Knowledge networking within complex business systems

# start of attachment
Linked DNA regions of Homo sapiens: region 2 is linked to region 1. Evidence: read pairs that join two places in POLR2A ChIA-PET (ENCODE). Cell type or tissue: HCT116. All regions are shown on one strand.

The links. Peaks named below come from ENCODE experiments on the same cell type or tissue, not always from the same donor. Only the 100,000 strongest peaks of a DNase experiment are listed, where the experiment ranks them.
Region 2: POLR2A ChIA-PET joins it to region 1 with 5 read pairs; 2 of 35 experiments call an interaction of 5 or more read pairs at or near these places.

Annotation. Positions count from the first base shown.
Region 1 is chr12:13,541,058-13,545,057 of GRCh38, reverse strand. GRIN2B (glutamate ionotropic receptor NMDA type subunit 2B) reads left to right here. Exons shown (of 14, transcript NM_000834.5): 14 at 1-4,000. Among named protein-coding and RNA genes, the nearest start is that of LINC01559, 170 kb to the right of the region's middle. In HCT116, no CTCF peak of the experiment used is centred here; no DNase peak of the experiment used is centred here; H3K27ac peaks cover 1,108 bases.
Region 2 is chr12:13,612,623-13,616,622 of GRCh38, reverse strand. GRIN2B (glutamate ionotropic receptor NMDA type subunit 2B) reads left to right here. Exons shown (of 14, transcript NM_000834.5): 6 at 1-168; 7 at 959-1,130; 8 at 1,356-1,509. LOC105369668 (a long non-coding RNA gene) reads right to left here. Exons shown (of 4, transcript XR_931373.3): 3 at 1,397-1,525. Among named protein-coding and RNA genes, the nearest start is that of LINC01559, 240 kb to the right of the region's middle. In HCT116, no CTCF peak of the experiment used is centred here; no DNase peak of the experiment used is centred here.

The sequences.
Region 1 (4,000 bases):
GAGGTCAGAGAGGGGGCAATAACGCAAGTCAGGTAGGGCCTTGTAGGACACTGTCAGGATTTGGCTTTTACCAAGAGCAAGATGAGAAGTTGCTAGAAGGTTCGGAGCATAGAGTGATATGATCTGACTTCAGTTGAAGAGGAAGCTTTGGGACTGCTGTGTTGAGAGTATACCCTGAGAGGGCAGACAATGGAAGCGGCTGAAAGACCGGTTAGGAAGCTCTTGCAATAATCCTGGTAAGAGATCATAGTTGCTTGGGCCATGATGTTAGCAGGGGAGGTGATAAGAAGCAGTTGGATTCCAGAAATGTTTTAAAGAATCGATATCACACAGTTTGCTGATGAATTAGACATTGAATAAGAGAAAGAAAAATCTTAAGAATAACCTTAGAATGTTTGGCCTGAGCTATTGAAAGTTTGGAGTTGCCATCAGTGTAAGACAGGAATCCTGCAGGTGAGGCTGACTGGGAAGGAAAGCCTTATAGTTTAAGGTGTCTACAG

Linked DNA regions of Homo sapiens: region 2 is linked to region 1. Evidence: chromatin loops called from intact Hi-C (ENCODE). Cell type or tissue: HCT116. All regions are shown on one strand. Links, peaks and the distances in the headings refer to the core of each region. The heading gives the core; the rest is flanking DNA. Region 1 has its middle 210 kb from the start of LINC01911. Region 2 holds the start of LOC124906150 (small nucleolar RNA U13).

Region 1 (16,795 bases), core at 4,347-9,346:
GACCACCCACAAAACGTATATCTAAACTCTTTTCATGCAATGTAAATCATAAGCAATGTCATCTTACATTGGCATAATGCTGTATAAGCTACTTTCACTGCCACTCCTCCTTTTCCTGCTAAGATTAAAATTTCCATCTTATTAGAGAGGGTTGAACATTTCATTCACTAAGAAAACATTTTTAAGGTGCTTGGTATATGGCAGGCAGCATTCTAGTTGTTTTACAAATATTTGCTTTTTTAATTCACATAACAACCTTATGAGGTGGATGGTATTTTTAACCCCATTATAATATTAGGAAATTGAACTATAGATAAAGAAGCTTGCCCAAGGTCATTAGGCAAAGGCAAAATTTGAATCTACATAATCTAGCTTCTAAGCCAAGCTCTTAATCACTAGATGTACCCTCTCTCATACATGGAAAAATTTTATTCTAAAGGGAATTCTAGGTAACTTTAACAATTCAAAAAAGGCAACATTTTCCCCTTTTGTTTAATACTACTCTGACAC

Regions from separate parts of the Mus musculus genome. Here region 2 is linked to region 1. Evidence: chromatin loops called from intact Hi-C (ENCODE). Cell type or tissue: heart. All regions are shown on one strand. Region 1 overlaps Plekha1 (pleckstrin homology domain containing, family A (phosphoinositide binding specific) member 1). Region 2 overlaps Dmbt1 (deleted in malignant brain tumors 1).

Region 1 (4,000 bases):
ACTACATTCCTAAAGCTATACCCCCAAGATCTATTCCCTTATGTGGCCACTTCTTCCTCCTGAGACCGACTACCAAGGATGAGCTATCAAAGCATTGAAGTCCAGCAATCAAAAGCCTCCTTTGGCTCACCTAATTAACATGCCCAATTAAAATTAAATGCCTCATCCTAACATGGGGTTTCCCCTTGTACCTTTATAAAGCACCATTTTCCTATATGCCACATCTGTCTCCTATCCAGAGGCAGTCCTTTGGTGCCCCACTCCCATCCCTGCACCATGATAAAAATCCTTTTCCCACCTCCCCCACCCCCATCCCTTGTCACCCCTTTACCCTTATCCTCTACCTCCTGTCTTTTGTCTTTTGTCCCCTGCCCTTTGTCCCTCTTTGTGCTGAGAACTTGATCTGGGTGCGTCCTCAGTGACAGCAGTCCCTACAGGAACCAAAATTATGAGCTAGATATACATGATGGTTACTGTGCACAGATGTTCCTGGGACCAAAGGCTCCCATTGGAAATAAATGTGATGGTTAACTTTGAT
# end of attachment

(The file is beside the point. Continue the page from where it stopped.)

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Within the last few decades, Information and Communication Technologies (ICTs) have transformed business, prompting the evolution of a more complex and dynamic digital environment. Today, organisations exist within a networked, diverse and e1J1ergent ecology; a transformative landscape demanding continuous adaptation and innovation. While many businesses are still coming to terms with the impacts of the first Internet revolution, a new collective breed of interactive, online social ICTs called Web2.0 threatens to again alter the rules of engagement. No longer serving functions of mere utility, the new Internet platform is now being employed to extract more value out of everyday human interactions. It promises to improve personal networking and relationships, stimulate the exchange of ideas and values, amplify personal opinions, build reputations and catalyse the development of new products and services. By fostering the socialisation of experience and the exchange of user-generated content deeply seeded within personal judgements and contexts, Web2.0 is stimulating what could be argued as knowledge (and not just information) transfer. Subsequently, online social ICTs are transforming members of general society into active participants in the genesis of new value, a usage pattern employing tightly-coupled interactive technologies to promote purposive business progression in structure (form), function and behaviour. However, the interactive Internet platform is in its infancy, with little in the way of a tailored theoretical framework available for directing such complex digital business systems' design. Consequently, knowing what, where and how to employ new Internet technologies to assist business development and innovation is an ambiguous endeavour. Many Web2.0 technologies and approaches are somewhat new and most are employed in close correlation to business models and modes of operation. To help comprehend the intricacies of this participative organisational reality, this thesis adopts an exploratory and reviewing approach, synthesising the multidisciplinary complexity sciences literature to produce the theoretical framework of Complex Business Systems (CBS). Offering an alternative ontological perspective for business systems development, this framework accommodates the relative interconnection and influence of self-reflective human agents within the ever-construction of organisational and market outcomes. Finally, preliminary steps toward a demonstration of the suitability of the CBS framework as a heuristic guideline underpinning the analysis, design and development of complex digital business systems is performed, by employing it toward an online knowledge networking application within the Small to Medium Enterprise (SME) space. Early indications are that the CBS framework offers tremendous insight into both requirements selection and the design of interactive, online social ICTs.
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